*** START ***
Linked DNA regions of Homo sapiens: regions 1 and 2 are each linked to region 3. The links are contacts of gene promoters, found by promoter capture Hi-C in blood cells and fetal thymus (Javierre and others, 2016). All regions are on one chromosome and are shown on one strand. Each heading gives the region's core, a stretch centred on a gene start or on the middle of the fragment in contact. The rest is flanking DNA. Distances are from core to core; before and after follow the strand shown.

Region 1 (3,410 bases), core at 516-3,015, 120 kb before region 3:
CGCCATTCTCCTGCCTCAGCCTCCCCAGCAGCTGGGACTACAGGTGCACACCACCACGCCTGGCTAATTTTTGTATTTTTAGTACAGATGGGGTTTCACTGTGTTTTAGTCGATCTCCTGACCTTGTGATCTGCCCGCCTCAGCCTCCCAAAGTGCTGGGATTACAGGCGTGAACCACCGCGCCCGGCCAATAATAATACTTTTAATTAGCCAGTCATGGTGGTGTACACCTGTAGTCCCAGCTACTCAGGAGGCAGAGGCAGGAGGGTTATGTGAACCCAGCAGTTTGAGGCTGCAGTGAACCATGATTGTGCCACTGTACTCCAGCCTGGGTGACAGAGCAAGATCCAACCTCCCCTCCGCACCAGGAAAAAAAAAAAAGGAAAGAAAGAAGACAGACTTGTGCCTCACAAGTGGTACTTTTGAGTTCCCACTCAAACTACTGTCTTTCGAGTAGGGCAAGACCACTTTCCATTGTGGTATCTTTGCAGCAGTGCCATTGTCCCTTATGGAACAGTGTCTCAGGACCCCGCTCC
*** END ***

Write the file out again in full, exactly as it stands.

Linked DNA regions of Homo sapiens: regions 1 and 2 are each linked to region 3. The links are contacts of gene promoters, found by promoter capture Hi-C in blood cells and fetal thymus (Javierre and others, 2016). All regions are on one chromosome and are shown on one strand. Each heading gives the region's core, a stretch centred on a gene start or on the middle of the fragment in contact. The rest is flanking DNA. Distances are from core to core; before and after follow the strand shown.

Region 1 (3,410 bases), core at 516-3,015, 120 kb before region 3:
CGCCATTCTCCTGCCTCAGCCTCCCCAGCAGCTGGGACTACAGGTGCACACCACCACGCCTGGCTAATTTTTGTATTTTTAGTACAGATGGGGTTTCACTGTGTTTTAGTCGATCTCCTGACCTTGTGATCTGCCCGCCTCAGCCTCCCAAAGTGCTGGGATTACAGGCGTGAACCACCGCGCCCGGCCAATAATAATACTTTTAATTAGCCAGTCATGGTGGTGTACACCTGTAGTCCCAGCTACTCAGGAGGCAGAGGCAGGAGGGTTATGTGAACCCAGCAGTTTGAGGCTGCAGTGAACCATGATTGTGCCACTGTACTCCAGCCTGGGTGACAGAGCAAGATCCAACCTCCCCTCCGCACCAGGAAAAAAAAAAAAGGAAAGAAAGAAGACAGACTTGTGCCTCACAAGTGGTACTTTTGAGTTCCCACTCAAACTACTGTCTTTCGAGTAGGGCAAGACCACTTTCCATTGTGGTATCTTTGCAGCAGTGCCATTGTCCCTTATGGAACAGTGTCTCAGGACCCCGCTCC